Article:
3. In the “Alignment” group, click the “Alignment Setting” dialog box launcher (a small downward-pointing arrow at the bottom right corner).

Click allignment setting

Useful note: alternatively, in order to open the “Format Cells” dialog box, you can also use the Ctrl + 1 shortcut or right-click on the selected cells and choose “Format Cells…” from the contextual menu that appears.

Select format cells

4. In the “Format Cells” dialog box that appears, switch to the Alignment tab.

5. Under “Text Control,” check the “Wrap text” textbox.

6. Click “OK.”

Check the wrap text box

Awesome, now you’ve mastered one more way of wrapping text in Excel.

Pro tip: If you want to fit more text in a single cell without ruining the formatting, you may want to change line spacing in Excel.

How to Add Line Breaks to Wrap Text in Excel

Last but not least, we will show you one more method that can move a certain part of your text to a new line within the same cell by inserting a manual line break.

1. Double-click on the cell that you want to modify (in our case, it’s B2) to enable editing (or press the F2 key).

2. Put the cursor where you want to add a break (for illustration purposes, we have decided to put it before the word “by.”)

How to add line breaks in Excel

3. Press the Alt + Enter shortcut (while holding down the Alt key, press Enter).

How to wrap text with line breaks

As you can see, the text after the cursor has been shifted to the next line in the same cell. Additionally, the “Wrap Text” option was automatically activated.

What’s the difference between just wrapping text and adding a line break? In the latter case, if you try to make the column wider, the formatting will stay the same.

Wrapped text ex 4


What Does It Mean to Wrap Cells in Excel?

In Excel, wrapping text (or cells) means that the text or cells will continue on to the next line or lines, as needed, instead of being cut off at the edge of the cell or cells. This is helpful when you want to fit a lot of information into a small space.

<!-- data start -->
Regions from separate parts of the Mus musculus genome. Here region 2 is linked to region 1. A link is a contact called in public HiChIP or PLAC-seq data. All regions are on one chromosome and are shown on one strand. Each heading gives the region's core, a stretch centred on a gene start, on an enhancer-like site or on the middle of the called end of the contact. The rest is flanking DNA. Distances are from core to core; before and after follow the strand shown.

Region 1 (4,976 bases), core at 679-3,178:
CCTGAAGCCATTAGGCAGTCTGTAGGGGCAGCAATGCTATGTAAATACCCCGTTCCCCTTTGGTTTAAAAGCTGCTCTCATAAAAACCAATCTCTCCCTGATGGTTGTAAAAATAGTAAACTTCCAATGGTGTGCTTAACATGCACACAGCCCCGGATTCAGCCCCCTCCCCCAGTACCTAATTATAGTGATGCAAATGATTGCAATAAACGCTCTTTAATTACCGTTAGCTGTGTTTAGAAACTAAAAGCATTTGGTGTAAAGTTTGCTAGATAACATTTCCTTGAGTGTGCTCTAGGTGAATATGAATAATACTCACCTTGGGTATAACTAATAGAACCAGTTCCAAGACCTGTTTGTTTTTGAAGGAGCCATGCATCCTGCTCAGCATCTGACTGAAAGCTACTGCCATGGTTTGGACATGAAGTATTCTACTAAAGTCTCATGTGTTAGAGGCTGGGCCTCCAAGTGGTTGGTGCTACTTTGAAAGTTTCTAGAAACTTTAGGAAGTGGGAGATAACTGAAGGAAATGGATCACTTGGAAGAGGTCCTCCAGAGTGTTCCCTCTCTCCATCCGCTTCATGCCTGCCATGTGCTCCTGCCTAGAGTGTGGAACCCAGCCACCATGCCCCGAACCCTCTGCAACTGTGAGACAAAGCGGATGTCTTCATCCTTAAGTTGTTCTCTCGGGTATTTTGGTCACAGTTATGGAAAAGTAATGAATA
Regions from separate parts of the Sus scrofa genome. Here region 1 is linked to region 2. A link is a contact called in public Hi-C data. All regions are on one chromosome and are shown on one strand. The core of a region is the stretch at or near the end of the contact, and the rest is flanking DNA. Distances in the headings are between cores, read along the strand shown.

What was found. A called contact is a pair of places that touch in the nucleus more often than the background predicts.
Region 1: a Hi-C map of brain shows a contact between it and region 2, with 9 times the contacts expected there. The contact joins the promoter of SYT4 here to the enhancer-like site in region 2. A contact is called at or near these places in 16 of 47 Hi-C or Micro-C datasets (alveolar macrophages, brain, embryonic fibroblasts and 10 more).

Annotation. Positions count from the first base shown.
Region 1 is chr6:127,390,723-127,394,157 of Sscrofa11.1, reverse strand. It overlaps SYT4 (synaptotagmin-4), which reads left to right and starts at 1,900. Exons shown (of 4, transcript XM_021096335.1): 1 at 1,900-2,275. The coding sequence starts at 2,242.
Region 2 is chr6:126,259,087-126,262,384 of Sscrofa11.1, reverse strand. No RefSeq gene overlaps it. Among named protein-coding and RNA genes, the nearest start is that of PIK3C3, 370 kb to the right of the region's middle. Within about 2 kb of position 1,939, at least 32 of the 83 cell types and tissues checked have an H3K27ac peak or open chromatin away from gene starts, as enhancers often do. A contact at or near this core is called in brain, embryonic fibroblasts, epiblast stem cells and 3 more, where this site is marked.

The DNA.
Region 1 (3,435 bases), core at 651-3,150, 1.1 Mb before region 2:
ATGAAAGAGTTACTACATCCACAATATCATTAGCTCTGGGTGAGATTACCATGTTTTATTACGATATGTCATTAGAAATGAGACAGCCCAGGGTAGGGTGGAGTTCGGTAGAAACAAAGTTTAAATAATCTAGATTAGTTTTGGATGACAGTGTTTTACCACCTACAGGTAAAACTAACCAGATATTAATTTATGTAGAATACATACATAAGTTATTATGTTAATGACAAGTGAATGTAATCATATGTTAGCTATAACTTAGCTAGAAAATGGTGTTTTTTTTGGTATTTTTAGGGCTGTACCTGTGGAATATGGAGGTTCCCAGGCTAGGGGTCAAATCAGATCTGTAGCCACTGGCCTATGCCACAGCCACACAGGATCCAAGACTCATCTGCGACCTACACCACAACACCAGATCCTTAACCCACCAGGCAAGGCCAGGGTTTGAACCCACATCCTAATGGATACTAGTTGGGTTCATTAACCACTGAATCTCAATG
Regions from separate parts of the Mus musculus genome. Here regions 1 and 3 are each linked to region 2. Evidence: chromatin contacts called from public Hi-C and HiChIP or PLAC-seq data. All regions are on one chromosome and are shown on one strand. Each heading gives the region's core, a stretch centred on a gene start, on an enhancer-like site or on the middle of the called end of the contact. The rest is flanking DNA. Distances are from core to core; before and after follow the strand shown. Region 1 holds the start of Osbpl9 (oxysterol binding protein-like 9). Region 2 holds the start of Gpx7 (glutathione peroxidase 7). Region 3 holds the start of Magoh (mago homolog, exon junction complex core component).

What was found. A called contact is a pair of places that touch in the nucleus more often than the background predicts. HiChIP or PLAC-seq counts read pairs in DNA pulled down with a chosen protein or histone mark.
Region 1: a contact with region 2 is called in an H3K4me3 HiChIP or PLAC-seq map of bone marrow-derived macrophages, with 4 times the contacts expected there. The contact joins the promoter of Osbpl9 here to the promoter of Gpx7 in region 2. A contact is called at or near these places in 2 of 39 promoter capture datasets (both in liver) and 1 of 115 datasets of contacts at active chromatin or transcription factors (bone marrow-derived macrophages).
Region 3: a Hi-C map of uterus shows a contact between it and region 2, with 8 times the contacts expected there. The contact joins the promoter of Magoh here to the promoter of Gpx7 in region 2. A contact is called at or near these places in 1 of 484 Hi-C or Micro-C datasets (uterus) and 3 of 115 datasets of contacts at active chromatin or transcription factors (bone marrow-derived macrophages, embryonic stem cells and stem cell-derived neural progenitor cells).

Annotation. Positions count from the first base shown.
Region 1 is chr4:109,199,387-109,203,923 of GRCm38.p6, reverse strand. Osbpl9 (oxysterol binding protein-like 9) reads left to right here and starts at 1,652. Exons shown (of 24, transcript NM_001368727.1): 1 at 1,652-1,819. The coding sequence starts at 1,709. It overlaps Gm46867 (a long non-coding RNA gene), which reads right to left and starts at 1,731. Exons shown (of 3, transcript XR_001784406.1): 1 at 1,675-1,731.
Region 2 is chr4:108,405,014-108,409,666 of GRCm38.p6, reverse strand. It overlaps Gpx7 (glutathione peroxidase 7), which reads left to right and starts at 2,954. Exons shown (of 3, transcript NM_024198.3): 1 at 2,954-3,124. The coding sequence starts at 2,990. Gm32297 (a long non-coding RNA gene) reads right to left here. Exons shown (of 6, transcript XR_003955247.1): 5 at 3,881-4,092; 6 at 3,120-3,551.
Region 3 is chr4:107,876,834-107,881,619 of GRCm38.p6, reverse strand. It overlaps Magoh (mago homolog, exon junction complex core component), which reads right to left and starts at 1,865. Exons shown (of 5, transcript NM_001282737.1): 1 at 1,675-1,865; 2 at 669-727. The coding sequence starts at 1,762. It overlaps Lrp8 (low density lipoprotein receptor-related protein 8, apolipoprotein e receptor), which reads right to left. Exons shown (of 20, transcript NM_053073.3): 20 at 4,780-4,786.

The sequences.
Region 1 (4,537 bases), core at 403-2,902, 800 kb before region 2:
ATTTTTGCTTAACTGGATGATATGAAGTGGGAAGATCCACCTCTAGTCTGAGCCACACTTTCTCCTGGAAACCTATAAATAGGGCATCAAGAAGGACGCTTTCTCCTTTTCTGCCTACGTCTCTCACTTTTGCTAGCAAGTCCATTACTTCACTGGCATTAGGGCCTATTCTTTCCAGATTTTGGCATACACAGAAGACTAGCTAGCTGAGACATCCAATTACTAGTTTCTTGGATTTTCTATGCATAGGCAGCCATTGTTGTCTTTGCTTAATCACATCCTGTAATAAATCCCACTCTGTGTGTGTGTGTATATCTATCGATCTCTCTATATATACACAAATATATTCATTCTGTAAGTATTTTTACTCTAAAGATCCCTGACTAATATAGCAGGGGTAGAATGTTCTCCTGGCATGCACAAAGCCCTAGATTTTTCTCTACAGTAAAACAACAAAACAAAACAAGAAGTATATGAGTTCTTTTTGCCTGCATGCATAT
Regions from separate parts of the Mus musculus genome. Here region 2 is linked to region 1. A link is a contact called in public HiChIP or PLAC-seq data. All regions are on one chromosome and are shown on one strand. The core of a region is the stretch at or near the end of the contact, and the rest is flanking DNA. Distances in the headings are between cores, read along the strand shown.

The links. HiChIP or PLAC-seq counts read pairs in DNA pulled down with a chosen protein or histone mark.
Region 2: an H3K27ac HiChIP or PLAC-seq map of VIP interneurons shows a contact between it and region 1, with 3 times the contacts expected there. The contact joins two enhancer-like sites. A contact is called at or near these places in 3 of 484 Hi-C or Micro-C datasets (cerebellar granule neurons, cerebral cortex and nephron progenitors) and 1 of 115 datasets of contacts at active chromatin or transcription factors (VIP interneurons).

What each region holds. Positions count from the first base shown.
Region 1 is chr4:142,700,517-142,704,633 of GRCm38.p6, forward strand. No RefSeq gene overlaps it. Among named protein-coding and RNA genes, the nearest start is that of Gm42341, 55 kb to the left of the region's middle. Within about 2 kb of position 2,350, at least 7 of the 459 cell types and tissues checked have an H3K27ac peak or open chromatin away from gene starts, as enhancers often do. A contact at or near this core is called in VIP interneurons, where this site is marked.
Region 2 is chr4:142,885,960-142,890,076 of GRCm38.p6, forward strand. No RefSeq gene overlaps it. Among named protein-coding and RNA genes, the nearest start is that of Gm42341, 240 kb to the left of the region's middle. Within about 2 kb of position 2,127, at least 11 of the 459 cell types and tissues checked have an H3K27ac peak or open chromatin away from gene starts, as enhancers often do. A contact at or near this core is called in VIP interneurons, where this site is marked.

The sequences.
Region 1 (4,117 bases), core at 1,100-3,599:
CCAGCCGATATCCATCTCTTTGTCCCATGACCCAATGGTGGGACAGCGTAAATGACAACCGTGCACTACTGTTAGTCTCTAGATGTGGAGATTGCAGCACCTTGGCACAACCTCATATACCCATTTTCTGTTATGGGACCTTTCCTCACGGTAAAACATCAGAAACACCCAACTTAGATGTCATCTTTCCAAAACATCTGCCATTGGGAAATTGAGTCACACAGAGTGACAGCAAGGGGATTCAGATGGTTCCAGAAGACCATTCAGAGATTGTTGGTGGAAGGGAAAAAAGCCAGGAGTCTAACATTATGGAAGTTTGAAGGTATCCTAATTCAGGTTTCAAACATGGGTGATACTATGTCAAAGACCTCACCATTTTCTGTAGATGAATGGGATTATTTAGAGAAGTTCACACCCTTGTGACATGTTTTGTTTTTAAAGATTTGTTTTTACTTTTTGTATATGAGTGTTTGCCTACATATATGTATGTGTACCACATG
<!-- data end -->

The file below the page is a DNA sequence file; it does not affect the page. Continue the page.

What Is the Difference Between Wrapping Text and Adding a Line Break?

Wrapping text is the process of automatically adding line breaks and/or spaces between words so that all text fits on one line. This can be helpful when you have a lot of data or text that doesn’t fit in the cell’s width.

Adding a line break is the process of manually inserting a break between two lines of text. This is helpful when you want to start a new paragraph without affecting the rest of your text.

Why Do We Need to Wrap Text in a Spreadsheet?

There are a few reasons why wrapping text in a spreadsheet is important. First, it allows you to control the alignment and positioning of the text relative to other cells or text. Second, it makes it easier to format text (e.g., making it bold, italicized, underlined, etc.).

Third, by wrapping text in a cell, you can ensure that the data in that cell is properly formatted and doesn’t run over into adjacent cells.

Finally, wrapping text in a cell can be helpful when you want to include long pieces of text in your spreadsheet (e.g., headings or notes).

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Daniel Smith
Daniel Smith
Daniel Smith is automation consultant with a passion for technology, data, AI, and machine learning.